Losing competitors for the coveted Portal site criticized the city yesterday for choosing a firm with a partner who has failed to start work on another District project and contended the winners failed to follow rules requiring community participation in the Portal site development.
The complaints came a day after the city's urban renewal agency voted 4 to 1 to allow developers Theodore N. Lerner and Melvin Lenkin to build a $335 million office building and hotel complex on the 10-acre tract at the foot of the 14th Street bridge. Many of the city's best-known development interests competed with one another for nine months for rights to the site.
Lenkin is a partner on the team that won the right more than two years ago to develop the Gallery Place site at Seventh and G streets NW. That land is still a patchwork of parking lots and empty buildings because Lenkin and his partners there, many of the directors of the city's black-owned financial institutions, have failed to find tenants or financing for the project.
"I was surprised that someone who had another city award and had not performed gets the nod," said consultant John Clyburn, a partner on the Western Development Co. team, echoing the complaints of others among the four groups that lost.
Lenkin and his son Edward own 22.33 percent of the Gallery project. In the Portal project, they control 20 percent, and their partners include Lerner, who built the Tysons Corner and White Flint shopping malls, O Street Market owners James and Cilla Adkins, businesswoman Flaxie Pinkett, mortgage bankers Walker & Dunlop, architect Vlastamil Koubek, Channel Inn owner Manuel Fernandez and others.
"We have never gotten an award while Lenkin has two awards and he has not closed on the first one," said Western President Herbert S. Miller. Tuesday's vote marked the third time in four years that Western has competed unsuccessfully for a downtown city-owned site.
Robert L. Moore, a member of the Redevelopment Land Agency board and the city's housing director, said the criticism is unfair because Gallery Place and Portal are separate projects.
He said Portal would move more quickly than Gallery has "because the leases are already there. That's when people will lend you money."
Moore was referring to the claim by Lerner and Lenkin that they can start construction almost immediately because they have binding leasing commitments from the American Enterprise Institute, the Urban Institute, the American Association for the Advancement of Science and Comsat for a million of the 1.8 million square feet of office space they propose to build.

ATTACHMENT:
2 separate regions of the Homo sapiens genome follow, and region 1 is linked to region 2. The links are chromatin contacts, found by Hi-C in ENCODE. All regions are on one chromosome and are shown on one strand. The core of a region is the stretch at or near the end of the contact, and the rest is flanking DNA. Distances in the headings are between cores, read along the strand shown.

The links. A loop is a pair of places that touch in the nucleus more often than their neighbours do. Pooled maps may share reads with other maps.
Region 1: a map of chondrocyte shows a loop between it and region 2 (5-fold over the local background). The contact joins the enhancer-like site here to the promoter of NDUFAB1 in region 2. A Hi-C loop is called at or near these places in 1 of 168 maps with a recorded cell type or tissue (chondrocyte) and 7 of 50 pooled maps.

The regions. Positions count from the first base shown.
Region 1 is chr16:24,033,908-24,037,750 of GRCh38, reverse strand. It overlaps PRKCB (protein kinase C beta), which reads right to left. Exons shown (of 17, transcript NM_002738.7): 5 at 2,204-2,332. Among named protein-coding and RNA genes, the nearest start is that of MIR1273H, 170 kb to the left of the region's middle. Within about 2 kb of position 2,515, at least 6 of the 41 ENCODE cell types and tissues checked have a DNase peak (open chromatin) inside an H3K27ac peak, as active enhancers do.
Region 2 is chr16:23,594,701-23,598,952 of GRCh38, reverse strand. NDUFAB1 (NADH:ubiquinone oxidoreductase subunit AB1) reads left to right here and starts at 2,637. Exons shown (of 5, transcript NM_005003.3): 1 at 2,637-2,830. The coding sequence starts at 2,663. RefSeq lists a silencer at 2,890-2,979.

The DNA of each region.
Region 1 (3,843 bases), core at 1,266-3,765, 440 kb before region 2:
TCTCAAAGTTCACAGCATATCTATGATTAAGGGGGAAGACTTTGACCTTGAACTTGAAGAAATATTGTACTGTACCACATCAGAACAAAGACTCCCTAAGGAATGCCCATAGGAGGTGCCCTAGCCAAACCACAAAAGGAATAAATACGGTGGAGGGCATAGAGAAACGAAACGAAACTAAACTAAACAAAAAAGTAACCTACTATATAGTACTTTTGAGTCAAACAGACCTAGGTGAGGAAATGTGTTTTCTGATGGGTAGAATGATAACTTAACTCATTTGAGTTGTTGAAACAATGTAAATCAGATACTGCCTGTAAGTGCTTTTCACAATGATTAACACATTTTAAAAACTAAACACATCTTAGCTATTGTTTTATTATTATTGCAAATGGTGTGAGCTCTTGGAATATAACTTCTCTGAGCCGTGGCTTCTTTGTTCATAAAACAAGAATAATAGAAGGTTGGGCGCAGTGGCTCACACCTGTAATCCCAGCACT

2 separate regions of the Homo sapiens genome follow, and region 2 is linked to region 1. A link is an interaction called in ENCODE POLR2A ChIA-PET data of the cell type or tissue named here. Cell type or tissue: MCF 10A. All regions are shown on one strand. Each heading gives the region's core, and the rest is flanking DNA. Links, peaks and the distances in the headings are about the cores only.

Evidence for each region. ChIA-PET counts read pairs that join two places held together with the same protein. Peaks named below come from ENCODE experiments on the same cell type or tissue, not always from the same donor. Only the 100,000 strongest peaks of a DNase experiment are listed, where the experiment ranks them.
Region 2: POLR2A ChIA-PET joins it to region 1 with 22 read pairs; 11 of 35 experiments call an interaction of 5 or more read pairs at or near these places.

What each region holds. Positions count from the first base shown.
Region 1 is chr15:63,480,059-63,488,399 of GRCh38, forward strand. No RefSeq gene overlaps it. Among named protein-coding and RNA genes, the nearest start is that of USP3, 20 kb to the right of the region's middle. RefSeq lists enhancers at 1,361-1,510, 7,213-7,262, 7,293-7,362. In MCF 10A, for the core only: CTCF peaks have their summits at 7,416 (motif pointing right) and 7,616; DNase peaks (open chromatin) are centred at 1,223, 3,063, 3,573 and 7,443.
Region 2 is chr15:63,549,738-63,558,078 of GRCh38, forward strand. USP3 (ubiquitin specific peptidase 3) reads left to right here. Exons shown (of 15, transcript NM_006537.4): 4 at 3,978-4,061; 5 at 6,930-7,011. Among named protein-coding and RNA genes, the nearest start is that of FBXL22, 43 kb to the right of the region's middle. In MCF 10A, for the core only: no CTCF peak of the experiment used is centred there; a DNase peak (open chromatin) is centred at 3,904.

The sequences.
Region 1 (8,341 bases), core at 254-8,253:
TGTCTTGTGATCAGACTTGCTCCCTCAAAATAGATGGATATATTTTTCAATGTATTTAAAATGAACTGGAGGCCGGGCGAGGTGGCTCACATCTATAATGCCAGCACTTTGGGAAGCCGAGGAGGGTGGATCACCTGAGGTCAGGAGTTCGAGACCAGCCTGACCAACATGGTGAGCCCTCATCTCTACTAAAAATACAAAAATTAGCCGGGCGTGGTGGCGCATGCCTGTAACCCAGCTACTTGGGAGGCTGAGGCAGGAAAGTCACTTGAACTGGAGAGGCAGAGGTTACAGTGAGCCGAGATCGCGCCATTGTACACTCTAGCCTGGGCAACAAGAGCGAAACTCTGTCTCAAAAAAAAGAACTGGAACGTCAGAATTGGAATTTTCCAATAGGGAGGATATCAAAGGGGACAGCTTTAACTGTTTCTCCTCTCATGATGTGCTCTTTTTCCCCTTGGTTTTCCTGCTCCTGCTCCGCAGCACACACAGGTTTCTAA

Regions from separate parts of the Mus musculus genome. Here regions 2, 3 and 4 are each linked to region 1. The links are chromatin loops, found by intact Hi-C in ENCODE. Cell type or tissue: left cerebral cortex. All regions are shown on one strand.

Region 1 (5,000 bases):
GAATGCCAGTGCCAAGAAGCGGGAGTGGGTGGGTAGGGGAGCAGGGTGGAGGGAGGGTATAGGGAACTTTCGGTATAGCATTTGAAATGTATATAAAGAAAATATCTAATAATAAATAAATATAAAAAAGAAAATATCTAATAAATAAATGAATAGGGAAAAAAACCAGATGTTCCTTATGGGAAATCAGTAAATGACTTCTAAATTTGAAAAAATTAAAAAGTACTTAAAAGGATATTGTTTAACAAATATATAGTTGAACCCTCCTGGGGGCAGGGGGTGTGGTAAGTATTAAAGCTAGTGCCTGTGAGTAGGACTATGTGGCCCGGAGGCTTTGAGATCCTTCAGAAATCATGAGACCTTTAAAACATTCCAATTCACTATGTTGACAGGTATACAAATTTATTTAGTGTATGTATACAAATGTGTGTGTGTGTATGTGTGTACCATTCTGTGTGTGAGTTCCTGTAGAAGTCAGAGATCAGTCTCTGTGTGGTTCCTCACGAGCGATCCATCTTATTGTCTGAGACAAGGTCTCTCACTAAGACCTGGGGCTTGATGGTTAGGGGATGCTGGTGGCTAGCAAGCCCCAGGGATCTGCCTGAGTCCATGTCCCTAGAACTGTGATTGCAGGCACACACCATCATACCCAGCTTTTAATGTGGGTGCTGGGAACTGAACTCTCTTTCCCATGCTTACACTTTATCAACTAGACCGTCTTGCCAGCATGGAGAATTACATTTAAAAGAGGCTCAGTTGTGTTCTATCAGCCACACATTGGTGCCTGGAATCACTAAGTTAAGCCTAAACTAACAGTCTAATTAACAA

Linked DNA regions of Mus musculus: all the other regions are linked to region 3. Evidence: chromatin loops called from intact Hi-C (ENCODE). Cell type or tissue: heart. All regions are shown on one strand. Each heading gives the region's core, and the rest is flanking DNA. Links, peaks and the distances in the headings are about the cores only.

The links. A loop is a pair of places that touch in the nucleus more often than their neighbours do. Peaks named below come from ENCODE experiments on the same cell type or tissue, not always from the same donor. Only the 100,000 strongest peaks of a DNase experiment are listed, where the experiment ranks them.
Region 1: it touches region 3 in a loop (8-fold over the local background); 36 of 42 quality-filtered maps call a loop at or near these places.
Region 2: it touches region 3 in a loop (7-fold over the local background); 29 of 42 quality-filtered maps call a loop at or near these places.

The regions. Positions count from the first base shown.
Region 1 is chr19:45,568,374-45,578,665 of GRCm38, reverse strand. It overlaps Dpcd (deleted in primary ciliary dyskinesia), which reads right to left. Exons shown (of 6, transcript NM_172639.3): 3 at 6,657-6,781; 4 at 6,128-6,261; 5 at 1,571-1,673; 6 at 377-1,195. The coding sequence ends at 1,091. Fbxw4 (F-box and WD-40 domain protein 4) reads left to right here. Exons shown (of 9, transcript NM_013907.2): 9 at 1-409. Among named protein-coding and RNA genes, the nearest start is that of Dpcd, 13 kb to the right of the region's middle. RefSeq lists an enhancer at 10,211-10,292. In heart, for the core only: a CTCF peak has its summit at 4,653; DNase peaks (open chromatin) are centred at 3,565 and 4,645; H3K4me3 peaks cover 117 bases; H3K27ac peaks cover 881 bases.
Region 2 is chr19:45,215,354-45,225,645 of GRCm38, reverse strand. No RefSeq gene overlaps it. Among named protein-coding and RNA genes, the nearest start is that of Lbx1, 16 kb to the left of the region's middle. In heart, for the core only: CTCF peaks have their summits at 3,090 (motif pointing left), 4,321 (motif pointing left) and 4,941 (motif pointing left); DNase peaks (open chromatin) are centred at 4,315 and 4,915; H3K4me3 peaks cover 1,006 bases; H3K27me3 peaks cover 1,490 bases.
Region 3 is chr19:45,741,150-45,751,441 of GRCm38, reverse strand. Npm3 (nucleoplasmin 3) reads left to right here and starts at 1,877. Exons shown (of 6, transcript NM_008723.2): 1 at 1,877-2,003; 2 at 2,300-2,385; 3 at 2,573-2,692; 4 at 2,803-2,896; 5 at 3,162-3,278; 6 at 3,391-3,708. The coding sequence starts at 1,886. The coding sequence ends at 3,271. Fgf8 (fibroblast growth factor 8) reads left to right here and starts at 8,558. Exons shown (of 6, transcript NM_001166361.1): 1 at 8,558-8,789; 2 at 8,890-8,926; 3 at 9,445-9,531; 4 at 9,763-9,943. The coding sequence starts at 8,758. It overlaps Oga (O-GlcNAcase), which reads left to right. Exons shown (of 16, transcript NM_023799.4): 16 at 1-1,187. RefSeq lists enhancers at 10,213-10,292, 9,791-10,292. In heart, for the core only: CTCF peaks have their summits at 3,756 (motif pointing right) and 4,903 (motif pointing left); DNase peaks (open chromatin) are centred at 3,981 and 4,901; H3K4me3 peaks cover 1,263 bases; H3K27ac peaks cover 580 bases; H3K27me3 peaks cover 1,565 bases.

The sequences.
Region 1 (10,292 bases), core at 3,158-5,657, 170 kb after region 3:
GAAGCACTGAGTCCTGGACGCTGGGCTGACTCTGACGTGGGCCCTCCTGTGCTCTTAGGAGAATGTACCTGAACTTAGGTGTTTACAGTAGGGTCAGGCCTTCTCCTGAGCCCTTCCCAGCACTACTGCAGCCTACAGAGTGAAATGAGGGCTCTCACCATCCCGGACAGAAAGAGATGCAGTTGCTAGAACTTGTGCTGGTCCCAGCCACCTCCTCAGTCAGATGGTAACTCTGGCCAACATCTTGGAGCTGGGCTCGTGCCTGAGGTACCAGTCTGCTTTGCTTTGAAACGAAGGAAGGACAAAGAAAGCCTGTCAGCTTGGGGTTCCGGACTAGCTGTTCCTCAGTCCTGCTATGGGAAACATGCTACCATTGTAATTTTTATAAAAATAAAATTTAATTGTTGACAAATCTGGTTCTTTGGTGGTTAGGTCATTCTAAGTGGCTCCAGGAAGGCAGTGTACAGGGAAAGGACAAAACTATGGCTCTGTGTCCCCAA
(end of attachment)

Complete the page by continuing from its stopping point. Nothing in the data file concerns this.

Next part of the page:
Some of the losing team members also criticized the Lerner-Lenkin team, which calls itself Banneker Associates, for failing to comply with city guidelines that call for developers to include on their teams Southwest organizations "which have past experience" in community development programs.
"I was surprised that much of the community involvement portion was left out of the final decision," said consultant Roy Littlejohn, a member Portal Associates, another losing team. "It is regrettable that some of the involvement with the community which had been required was subordinated to the project moving ahead in six months."
Banneker was the only one of the five competing teams that had not included a Southwest community group as a member of its team. Instead they proposed a community foundation that would fund a wide variety of community projects.
RLA board member Judy Jenkins, businessman Ozzie Clay of Portal Partnership, another losing team, and others said Banneker added details to its proposal while it was under consideration, in a move they said violated RLA rules prohibiting the addition of new information once a proposal is formally submitted to the board.
In a formal proposal filed last August, the Banneker team proposed a "community development corporation" whose details would be worked out later and who would receive an unspecified amount of profits from the development. Two months later at an RLA public hearing the team said the corporation would receive $5 million over a 10-year period.
A few weeks later they gave community residents a booklet for the "Banneker Foundation" that, for the first time, called for a revolving loan fund for community enterprises and a nine-member board to run it. None of that information was in the original proposal submitted to RLA.
"I was . . . surprised that they were allowed to alter their proposal," said Clay. Jenkins raised the same complaint during the board's debate Tuesday on the award of the site.